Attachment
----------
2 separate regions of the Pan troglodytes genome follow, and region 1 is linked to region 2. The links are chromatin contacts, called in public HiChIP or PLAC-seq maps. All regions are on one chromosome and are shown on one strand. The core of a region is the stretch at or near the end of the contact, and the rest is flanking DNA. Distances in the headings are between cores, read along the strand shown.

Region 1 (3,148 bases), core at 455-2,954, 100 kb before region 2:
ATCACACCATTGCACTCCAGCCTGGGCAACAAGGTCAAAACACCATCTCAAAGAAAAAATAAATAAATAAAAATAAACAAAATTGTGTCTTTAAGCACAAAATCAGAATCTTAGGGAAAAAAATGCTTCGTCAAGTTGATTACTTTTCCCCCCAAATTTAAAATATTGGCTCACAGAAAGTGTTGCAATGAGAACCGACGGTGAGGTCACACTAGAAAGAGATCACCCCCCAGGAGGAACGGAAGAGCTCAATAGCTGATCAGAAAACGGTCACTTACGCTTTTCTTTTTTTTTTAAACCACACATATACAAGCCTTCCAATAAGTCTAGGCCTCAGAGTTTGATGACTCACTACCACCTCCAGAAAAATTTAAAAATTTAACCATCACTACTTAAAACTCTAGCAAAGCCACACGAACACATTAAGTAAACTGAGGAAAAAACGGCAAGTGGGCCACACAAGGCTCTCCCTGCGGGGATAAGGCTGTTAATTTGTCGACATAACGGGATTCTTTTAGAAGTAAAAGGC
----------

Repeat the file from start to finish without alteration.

2 separate regions of the Pan troglodytes genome follow, and region 1 is linked to region 2. The links are chromatin contacts, called in public HiChIP or PLAC-seq maps. All regions are on one chromosome and are shown on one strand. The core of a region is the stretch at or near the end of the contact, and the rest is flanking DNA. Distances in the headings are between cores, read along the strand shown.

Region 1 (3,148 bases), core at 455-2,954, 100 kb before region 2:
ATCACACCATTGCACTCCAGCCTGGGCAACAAGGTCAAAACACCATCTCAAAGAAAAAATAAATAAATAAAAATAAACAAAATTGTGTCTTTAAGCACAAAATCAGAATCTTAGGGAAAAAAATGCTTCGTCAAGTTGATTACTTTTCCCCCCAAATTTAAAATATTGGCTCACAGAAAGTGTTGCAATGAGAACCGACGGTGAGGTCACACTAGAAAGAGATCACCCCCCAGGAGGAACGGAAGAGCTCAATAGCTGATCAGAAAACGGTCACTTACGCTTTTCTTTTTTTTTTAAACCACACATATACAAGCCTTCCAATAAGTCTAGGCCTCAGAGTTTGATGACTCACTACCACCTCCAGAAAAATTTAAAAATTTAACCATCACTACTTAAAACTCTAGCAAAGCCACACGAACACATTAAGTAAACTGAGGAAAAAACGGCAAGTGGGCCACACAAGGCTCTCCCTGCGGGGATAAGGCTGTTAATTTGTCGACATAACGGGATTCTTTTAGAAGTAAAAGGC